Cetnar: 1950, I had that edition, that was the first printing and that was just the New Testament, or they call it Christian Greek Scriptures. Then they came out with a portion of the Old Testament, until I think there were four different; then they finally bound them all into one. That was done in ’67, I think, or ’62. And then they had different editions after that. In ’69 they came out with what we called “the purple people eater.” It’s a New Testament with the Greek. It’s an excellent tool for a Christian to compare. For instance, I did John 8:58, and “I am” is on the Greek side and “I have been” is on the other side. Well, I can’t read Greek, and they can’t read Greek, and if this is what a Greek scholar says it says, that’s what it is. And, a lot of places like that, you can compare the two and then show them that the Greek does not agree with their translation.
Ankerberg: Brian, where are some of the verses that they… why did they come out with their own translation? Where do they mistranslate things and why?
Garcia: Well, I have here the 1985 edition of the Christian Greek Scripture, Interlinear Bible that they published by the Watchtower Society. I also have the purple one, the 1969 one. And it’s an interesting quote in the reference in the back of the 1969 one, where they quote a Greek scholar by the name of Julius Mantey in support of their translation of John 1:1 where in their verse it says, “In the beginning was the word and the word was with God and the word was a god.” They quote him to say that he supported it. Yet he came out and he said “I do not support this. This is a horrible…
Ankerberg: He wrote a letter.
Cetnar: Yeah.
Garcia: Yeah. He wrote a letter to the Watchtower Society and to the public and said “I do not support this translation. It is intentionally mistranslated, especially when they get into verses of Christ’s deity.” So John 1:1 is a perfect example. It says in the Greek, it says “En archē en kai o logos,” “In the beginning was the word,” “ēn pros ton theon” “and he was with the God” “kai theos ēn o logos” and it says “and God was the Word.” There’s no indefinite article in the Greek; there’s no reason why the “a” should be there. The Watchtower has said one thing right. It said that it is qualitative, and it is, because it is not talking about the person of the Word, it’s talking about the nature of the Word.
Ankerberg: Charles Feinberg, a Greek scholar, said there is no reputable scholar in the world that agrees with the translation of the Jehovah’s Witnesses on John 1:1.
Cetnar: But they found a translation that was exactly like it.
Ankerberg: Okay, we’ve got “In the beginning was the Word, the Word was with God, and the Word was God,” and they changed that to “was a god.”
Ankerberg: Now, there is one translation, and who was the person that wrote that translation?
Cetnar: Johannes Greber.
Ankerberg: And they quoted him and used him for a while as documentation.
Cetnar: They used him for several… at least eight or nine times, in three different publications of theirs. We started doing some research on who Johannes Greber was, and found out that he was a Catholic priest in Germany who had received a translation of the New Testament under spirit guides. He says this and explains it all in Communications with the Spirit World, his other book. So the demons—and he admits to that; he became a spirit medium—the demons helped him in that translation. And they said, “Well, we didn’t know that.” Well, we found letters at the foundation in New Jersey, found letters from the Watchtower Society ordering his books and his New Testament long before they said they didn’t hear it. But in 1956, in their Watchtower magazine, they said, stay away from Greber’s material because it’s demon-inspired. Then they start quoting him in 1962 and ‘63.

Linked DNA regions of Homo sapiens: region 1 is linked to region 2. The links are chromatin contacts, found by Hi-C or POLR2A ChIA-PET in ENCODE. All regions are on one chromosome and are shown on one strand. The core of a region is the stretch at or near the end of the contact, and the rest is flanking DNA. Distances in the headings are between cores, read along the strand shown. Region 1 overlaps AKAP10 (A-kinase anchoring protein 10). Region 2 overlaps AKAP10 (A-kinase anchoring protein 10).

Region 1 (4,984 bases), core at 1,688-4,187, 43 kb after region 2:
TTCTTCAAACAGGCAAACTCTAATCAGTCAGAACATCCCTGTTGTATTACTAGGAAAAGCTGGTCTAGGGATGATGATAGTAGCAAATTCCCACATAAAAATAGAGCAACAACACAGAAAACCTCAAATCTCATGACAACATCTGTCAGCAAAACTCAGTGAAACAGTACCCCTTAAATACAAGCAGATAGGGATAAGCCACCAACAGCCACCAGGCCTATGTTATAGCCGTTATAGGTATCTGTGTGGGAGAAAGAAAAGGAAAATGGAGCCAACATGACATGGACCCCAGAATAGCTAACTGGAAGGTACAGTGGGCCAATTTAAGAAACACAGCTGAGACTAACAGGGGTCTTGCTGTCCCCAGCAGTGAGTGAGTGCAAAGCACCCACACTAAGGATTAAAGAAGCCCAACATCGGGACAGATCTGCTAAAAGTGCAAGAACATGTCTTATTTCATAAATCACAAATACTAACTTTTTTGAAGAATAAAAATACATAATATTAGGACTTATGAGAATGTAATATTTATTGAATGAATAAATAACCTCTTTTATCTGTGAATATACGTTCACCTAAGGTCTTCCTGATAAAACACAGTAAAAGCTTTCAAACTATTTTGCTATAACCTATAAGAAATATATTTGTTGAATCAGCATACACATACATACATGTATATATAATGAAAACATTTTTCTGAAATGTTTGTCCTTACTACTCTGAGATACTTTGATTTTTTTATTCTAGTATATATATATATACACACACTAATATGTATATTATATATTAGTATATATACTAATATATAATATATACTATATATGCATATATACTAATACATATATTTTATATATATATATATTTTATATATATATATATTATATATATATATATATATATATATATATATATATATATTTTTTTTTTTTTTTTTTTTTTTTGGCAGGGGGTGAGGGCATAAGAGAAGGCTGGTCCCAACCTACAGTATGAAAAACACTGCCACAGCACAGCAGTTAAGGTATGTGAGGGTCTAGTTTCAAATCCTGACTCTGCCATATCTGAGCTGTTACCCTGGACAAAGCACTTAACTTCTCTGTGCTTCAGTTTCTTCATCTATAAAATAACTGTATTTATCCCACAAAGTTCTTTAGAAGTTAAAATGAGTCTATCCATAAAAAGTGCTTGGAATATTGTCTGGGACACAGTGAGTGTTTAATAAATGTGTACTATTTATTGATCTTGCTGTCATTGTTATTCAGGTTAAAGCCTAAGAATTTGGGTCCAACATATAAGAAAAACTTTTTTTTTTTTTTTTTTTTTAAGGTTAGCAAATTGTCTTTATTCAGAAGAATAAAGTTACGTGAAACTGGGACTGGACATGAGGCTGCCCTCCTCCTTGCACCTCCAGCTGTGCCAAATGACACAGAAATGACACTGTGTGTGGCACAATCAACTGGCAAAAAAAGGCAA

Ankerberg: So he’s the only scholar they could find in the world that would be backing up their translation of John 1:1.
Cetnar: Well, that was exactly the same.
Ankerberg: So that will tell you a just little bit about where they’re coming from. Now, we’re going to take a break. When we come back, Joan’s husband, who was answering questions for a third of the Watchtower for a long time while you were working there, you knew who the secret committee is. If you went to the front or back of these books and you tried to look for who was on the translation committee, there was nobody mentioned. They would say it was Jehovah God that was giving this information. We need to talk about that too. But, folks, I’m going to let Joan explain to you who were some of the people on that committee, because Bill, her husband, knew that and they were actually taken to court. We’re going to find out how smart they were in terms of knowing the original languages. We’ll talk about that when we come right back.


Ankerberg: Alright, we’re back. We’re talking with Brian Garcia, Joan Cetnar, Bob Gray, all who were Jehovah’s Witnesses at one time and have left the Watchtower Society; and Don Veinot and Keith Walker. And we’re talking right now about, the Jehovah’s Witnesses have translated the Bible. They’ve come out with their own translation. And we’re talking about this New World Translation. We were just, in the last segment, talking a little bit about John 1:1. Let me just finish up that one there. When Julius R. Mantey was quoted in the Watchtower, he did get mad. I’ve got a copy of his letter and this is what he said about their translation that “In the beginning was the Word, the Word was with God, and the Word was a god.” Nobody translates it that way, and he said, “This is a grossly misleading translation. It is neither scholarly nor reasonable to translate John 1:1 ‘the word was a god.’” Then he went on to say, “Of all the scholars in the world, so far as we know, none have translated this verse as Jehovah’s Witnesses have done.” Now, Joan, let’s talk a little bit about who was on this translation committee. Because when you get the NIV Bible, the American Standard Bible, the King James, you can go back and you can find out who was on the translation committee. NIV had like 110 different scholars that they listed that were part of the committee. Who were the people that were on the New World Translation committee? Cause, at first, when you got this, they didn’t say, it was a mystery deal.